What writing setbacks are you facing that you have control over? You can’t control whether your book is accepted by a literary agent or publishing house, but you can control who and how you send your book proposal. You can’t control how readers respond to your blog posts, but you can control how often you blog, what you write about, and how you share your message with the world.
3. Soul Blossoms – Find Non-Writing Tips for Overcoming Setbacks
A creative tip for facing and dealing with obstacles when you’re writing a book is to apply unrelated strategies to your problem. How, for example, did you deal with an unrelated setback in your normal life? (because writing, as we know, is abnormal). How do you solve a problem in your home, workplace, family, community, or forest?
In How to Overcome Setbacks to Healing a Broken Heart I share tips for overcoming pain after a breakup. Every one of those tips can apply to overcoming setbacks when you’re writing a book. When you’re searching for solutions to the “writer’s obstacles” you face, find creative ways to think about your problem. Bonus: this is a smart way to flex your creative writing muscles.
4. Body Blossoms – Stand Up and Stop Slouching
I stand while writing. My husband rigged me a stand up “desk” — it’s just slats of wood fitted together to accommodate my height. I can’t sit for long, just because my butt and back gets sore, and I get tired and bored. I also can’t fall asleep! I don’t get as tired when I’m standing.
How does this help me (and you) overcome setbacks when you’re writing a book? I told you, I don’t have the answers! You do. Unless, of course, you twigged when I said I don’t get tired when I stand and write. I’m more energized, which makes it easier to think about how to get around those writing setbacks.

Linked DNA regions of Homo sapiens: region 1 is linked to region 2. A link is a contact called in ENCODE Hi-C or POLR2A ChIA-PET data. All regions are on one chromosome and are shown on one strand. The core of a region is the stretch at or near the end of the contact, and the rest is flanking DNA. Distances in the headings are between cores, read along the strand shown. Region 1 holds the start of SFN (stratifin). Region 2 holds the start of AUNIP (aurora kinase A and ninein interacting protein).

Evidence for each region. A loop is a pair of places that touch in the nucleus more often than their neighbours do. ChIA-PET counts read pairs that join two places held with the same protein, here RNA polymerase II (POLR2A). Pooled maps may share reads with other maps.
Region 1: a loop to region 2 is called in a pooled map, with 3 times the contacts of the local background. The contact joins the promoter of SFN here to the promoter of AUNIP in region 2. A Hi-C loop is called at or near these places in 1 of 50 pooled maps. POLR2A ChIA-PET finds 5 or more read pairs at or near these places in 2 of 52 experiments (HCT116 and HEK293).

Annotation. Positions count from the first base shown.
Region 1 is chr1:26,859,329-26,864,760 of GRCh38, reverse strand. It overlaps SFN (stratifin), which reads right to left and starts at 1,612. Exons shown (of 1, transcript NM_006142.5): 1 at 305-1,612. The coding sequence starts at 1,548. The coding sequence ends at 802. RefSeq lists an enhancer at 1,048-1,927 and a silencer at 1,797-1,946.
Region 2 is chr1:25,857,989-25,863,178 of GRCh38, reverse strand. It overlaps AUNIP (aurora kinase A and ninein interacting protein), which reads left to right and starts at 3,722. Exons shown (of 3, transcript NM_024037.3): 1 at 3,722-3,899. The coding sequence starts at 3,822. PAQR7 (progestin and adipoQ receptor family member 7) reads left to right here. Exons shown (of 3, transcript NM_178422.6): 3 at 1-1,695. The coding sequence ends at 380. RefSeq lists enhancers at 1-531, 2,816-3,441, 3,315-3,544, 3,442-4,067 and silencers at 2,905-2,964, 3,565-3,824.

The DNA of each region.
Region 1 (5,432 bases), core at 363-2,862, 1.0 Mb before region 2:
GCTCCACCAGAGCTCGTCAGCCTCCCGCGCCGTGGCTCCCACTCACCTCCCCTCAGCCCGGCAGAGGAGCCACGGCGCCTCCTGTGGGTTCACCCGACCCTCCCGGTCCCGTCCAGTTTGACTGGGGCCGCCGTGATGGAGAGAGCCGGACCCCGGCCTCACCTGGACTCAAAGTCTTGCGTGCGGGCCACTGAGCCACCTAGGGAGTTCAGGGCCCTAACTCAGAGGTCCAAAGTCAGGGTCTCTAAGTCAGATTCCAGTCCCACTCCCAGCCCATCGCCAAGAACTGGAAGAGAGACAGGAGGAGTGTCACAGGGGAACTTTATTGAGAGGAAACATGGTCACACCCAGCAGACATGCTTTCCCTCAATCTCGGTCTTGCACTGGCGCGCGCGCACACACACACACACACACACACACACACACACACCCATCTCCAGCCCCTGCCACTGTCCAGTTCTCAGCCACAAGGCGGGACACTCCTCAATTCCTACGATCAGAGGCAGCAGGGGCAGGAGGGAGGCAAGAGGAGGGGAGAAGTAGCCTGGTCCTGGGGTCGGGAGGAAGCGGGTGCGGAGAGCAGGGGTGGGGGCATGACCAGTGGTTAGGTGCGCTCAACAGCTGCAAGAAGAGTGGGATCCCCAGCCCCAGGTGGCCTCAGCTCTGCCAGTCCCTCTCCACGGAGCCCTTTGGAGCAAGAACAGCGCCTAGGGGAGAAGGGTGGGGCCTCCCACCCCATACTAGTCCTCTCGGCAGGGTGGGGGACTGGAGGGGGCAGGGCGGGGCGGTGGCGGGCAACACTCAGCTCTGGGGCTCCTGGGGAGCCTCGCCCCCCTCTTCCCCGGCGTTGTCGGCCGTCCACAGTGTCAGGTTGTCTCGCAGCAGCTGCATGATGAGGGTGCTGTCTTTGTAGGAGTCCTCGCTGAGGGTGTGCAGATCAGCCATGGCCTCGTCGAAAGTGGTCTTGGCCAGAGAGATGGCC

Speaking of thinking…
5. Brainy Blossoms – Create a Schedule and Stick to It
I’ve been freelance writing and blogging for 10 years. I thought I was disciplined, until my literary agent Janet Grant told me that after I submit my manuscript on April 2, I’ll have to create a marketing schedule — and stick to that plan. In the past, I flitted in and out of plans and schedules as I pleased, because I could (except, of course, when I had external deadlines with magazine editors, online publishers, or writing contest entries).
Sidenote: Janet founded Books & Such Literary Management, which has an excellent blog called Between the Lines.
Use your God-given brains to create a writing schedule that has nothing to do with overcoming setbacks. Just plan how you’ll write your book, when you’ll steal bits of writing time, and how far you’ll get every week. For example, I gave myself one week for every chapter when I first started writing my book (Growing Forward When You Can’t Go Back). Then on the second pass, I revised two chapters a week. Now, on my third pass, I’m revising three or four chapters a week. I had no idea if that schedule would work, but hallelujah! It did. I’m humbled and awed by God, for it really is Him.
One last tip on how to overcome setbacks when you’re writing a book: meet regularly with other writers, and set up an accountability schedule. Here are a few ideas: 7 Tips for Starting a Writers’ Group – Writing Alone, Together.
The Blossom Tip: Expect setbacks when you’re writing a book. Develop a plan or strategy for overcoming obstacles so you can pursue your dreams of getting published!
What do you think, fellow scribes? What is your biggest obstacle to writing a book…and how do you plan to overcome it?